The thread of subjectivity

Innis, Robert E. 1988. The thread of subjectivity: philosophical remarks on Bühler's language theory. In: Eschbach, Achim (ed.), Karl Bühler's theory of languages: Proceedings of the Conferences Held at Kirchberg, August 26, 1984 and Essen, November 21-24, 1984. Amsterdam: John Benjamins Publishing, 77-106.

Making very few claims to originality or uniqueness, Bühler continually defined his own position, as figure, over against a vast set of other positions, as ground. Early on in Sprachtheorie he insisted that many of his main themes and pivotal categories were derived from the philosophical, as well as the linguistic, tradition. But his own contribution was to weld them together into a unity by primarily supplying an ordering matrix and an interpretative framework. (Innis 1988: 77)
I imagine that's what good writers/thinkers do.
Perhaps the most attractive part of Bühler's work for me has been the peculiar fusion he managed to make between the objective (essentially social) and the subjective factors in language theory specifically and in the genesis of sense and meaning quite generally. (Innis 1988: 78)
Bühler did use philosophical terms such as subject for the sender, addresser or communicator and object for the referent.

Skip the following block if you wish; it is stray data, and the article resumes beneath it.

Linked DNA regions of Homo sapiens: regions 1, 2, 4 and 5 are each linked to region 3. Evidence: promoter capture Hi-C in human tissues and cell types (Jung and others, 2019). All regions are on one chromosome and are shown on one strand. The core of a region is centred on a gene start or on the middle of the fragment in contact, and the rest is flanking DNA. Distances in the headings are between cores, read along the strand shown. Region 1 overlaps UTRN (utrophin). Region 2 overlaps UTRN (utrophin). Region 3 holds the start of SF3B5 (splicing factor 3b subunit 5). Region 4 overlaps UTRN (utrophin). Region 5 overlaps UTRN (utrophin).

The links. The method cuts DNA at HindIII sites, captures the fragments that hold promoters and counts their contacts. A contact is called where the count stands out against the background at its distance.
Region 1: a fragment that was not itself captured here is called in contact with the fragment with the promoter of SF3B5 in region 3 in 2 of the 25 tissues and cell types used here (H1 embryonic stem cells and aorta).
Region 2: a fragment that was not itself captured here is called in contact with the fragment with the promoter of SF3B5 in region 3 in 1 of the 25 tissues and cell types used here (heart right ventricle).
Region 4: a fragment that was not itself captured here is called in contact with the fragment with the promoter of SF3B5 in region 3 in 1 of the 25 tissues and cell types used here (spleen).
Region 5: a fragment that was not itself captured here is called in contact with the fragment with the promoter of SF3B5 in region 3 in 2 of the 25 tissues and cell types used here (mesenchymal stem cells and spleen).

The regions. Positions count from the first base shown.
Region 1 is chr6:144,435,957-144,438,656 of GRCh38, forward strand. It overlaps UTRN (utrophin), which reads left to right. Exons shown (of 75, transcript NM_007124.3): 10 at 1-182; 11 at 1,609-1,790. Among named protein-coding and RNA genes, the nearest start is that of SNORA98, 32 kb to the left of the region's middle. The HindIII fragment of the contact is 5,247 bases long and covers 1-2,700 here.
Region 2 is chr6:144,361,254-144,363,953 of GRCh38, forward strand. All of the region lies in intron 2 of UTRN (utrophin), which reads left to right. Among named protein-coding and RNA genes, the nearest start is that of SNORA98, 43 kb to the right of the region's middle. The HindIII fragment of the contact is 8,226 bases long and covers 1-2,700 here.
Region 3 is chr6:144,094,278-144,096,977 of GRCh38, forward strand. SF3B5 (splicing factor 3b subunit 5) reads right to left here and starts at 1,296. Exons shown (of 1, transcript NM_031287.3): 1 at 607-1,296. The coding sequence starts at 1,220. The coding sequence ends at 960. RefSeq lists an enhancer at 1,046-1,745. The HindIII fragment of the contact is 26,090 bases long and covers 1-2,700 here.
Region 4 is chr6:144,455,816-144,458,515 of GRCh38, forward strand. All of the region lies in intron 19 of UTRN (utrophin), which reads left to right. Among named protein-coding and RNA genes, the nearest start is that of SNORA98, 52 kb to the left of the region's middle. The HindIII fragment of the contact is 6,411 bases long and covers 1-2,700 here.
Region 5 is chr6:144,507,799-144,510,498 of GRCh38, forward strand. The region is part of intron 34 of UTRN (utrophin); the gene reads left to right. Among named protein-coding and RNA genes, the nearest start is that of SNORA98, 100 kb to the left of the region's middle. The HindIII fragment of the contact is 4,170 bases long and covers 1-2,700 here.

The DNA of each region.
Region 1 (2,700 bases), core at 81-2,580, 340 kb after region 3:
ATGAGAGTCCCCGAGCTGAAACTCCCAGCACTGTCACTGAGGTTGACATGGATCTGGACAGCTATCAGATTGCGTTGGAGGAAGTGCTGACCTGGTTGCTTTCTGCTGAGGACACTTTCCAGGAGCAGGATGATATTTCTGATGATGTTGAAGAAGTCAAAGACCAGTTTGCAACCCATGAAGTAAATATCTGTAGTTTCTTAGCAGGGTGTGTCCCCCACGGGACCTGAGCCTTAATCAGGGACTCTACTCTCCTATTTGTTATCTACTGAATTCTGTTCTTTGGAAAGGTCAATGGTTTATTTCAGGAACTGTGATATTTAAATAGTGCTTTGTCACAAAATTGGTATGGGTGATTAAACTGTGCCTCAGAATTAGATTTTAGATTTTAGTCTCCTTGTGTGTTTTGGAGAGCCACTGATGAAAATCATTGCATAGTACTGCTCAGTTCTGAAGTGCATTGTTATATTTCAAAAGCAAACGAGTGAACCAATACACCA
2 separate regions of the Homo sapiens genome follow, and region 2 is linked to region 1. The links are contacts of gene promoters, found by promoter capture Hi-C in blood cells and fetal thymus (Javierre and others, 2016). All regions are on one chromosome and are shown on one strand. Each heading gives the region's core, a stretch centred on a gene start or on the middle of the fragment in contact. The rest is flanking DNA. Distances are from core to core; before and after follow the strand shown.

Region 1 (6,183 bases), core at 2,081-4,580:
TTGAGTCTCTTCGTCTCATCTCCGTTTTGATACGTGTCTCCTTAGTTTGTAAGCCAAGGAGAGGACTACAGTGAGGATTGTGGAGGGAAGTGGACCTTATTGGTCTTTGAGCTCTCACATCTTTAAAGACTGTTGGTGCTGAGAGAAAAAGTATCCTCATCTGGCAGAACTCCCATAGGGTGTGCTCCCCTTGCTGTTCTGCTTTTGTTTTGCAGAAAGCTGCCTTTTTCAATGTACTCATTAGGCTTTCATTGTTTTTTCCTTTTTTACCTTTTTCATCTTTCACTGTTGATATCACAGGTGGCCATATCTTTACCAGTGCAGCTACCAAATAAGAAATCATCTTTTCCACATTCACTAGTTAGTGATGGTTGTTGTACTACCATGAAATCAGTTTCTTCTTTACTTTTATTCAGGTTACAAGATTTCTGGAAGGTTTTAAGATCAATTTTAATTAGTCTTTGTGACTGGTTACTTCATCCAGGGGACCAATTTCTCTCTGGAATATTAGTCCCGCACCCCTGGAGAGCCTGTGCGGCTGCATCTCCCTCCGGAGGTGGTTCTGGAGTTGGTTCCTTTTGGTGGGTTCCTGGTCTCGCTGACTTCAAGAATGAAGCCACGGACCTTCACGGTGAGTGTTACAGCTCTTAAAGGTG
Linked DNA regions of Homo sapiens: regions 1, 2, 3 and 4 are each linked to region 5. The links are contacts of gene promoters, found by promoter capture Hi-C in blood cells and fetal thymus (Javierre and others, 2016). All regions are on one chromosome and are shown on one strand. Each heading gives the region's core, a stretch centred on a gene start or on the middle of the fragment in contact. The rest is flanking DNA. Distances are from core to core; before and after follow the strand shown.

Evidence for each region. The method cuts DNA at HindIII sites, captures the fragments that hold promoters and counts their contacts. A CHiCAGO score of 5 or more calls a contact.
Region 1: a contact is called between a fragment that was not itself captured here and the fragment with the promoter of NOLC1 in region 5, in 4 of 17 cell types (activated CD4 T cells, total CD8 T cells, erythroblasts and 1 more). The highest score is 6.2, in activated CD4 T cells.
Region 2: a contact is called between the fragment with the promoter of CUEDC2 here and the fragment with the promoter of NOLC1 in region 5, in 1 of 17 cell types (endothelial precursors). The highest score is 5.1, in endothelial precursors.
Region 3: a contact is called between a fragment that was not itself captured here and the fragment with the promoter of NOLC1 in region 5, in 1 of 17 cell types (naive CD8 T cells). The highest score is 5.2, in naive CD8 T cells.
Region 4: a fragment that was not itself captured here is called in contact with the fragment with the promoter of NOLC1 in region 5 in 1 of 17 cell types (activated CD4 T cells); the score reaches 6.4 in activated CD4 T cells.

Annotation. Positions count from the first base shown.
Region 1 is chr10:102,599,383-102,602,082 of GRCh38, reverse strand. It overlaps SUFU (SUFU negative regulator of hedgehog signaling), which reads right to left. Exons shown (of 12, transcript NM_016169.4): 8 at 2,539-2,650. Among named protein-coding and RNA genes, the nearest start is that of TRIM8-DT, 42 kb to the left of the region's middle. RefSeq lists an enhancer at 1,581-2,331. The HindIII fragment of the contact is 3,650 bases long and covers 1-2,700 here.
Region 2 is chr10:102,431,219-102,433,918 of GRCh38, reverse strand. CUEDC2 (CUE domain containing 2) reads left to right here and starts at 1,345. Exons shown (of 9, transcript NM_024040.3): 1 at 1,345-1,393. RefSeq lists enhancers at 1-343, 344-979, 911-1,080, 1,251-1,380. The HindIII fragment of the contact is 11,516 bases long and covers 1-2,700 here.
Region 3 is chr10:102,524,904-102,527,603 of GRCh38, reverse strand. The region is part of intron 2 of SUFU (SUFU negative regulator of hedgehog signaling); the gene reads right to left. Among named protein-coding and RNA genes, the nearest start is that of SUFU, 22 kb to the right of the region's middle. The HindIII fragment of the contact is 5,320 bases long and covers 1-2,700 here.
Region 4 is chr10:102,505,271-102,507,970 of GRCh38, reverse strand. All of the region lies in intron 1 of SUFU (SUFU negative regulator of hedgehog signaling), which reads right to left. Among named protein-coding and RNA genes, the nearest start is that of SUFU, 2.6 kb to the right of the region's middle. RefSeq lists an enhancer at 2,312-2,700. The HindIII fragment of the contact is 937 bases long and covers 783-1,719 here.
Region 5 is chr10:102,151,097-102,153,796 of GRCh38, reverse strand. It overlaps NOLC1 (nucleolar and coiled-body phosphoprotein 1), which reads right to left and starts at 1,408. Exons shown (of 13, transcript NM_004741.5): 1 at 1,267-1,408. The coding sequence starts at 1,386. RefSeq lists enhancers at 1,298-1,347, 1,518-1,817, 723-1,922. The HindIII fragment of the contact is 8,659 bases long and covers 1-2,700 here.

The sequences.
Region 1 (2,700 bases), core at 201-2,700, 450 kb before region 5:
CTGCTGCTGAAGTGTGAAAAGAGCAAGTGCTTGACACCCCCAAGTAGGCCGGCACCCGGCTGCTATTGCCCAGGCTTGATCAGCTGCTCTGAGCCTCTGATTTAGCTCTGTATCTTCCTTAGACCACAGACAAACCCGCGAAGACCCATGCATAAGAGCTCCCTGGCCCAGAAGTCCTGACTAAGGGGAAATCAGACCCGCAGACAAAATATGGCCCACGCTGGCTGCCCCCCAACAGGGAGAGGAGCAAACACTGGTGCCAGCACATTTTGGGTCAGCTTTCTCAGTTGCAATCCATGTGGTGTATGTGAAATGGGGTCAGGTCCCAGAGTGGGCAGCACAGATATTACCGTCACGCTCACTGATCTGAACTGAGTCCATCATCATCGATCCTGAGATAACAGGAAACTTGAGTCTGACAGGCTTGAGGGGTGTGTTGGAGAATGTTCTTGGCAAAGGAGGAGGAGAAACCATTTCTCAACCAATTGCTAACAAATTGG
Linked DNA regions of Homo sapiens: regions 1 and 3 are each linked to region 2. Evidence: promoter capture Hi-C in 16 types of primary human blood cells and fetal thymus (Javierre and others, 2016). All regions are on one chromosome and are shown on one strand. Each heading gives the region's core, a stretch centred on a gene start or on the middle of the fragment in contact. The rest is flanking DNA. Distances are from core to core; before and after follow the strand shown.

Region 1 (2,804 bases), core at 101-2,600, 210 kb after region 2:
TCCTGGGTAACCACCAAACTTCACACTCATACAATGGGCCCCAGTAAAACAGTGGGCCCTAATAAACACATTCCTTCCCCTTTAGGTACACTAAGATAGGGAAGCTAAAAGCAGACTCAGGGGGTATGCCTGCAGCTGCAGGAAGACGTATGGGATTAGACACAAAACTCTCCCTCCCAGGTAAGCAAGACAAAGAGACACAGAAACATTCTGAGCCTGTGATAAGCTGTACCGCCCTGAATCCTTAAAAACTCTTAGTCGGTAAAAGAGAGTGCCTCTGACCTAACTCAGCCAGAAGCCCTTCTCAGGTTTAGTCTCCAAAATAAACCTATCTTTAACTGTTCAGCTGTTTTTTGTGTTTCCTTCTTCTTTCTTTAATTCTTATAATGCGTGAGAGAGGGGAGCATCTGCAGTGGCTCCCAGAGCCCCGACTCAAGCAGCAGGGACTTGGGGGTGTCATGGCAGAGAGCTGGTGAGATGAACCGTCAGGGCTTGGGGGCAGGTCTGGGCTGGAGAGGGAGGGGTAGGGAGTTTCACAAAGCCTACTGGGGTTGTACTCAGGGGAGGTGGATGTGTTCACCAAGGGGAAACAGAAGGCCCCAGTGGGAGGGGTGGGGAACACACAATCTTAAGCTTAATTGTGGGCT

The picture of language that informs Bühler's work is the well-known one of language as an instrument or organon for the effecting of semiotic exchange, that is, for the exchange of signs and meaning in social life. The representational function of language, its capacity to articulate, objectify, and transmit information about objects and states of affirs between a speaker and a hearer is rooted in a social, public, and communicative matrix. This is a point Bühler, with an admittedly rather backhanded reference to Plato's Cratylus, put right at the beginning of his 'Axiomatix der Sprachwissenschaften' (1933; see Innis, 1982). The communicatively oriented tool-character of language goes directly against the standard philosophical concern with language as a primarily individual and subjcetively oriented 'representational device.' Language is, to be sure, a representational device (hence the subtitle of Sprachtheorie), but is use by any linguistic subject for purely cognitional ends is a derivative from an original communicative goal pursued in a social field of shared actions, tasks, goals, and existential commitments. In a way paralleling Vološinov's treatment of the primary unit of a philosophy of language, Bühler saw 'verbal interaction' as the originative context for the investigation of language forms and structures. (Innis 1988: 79)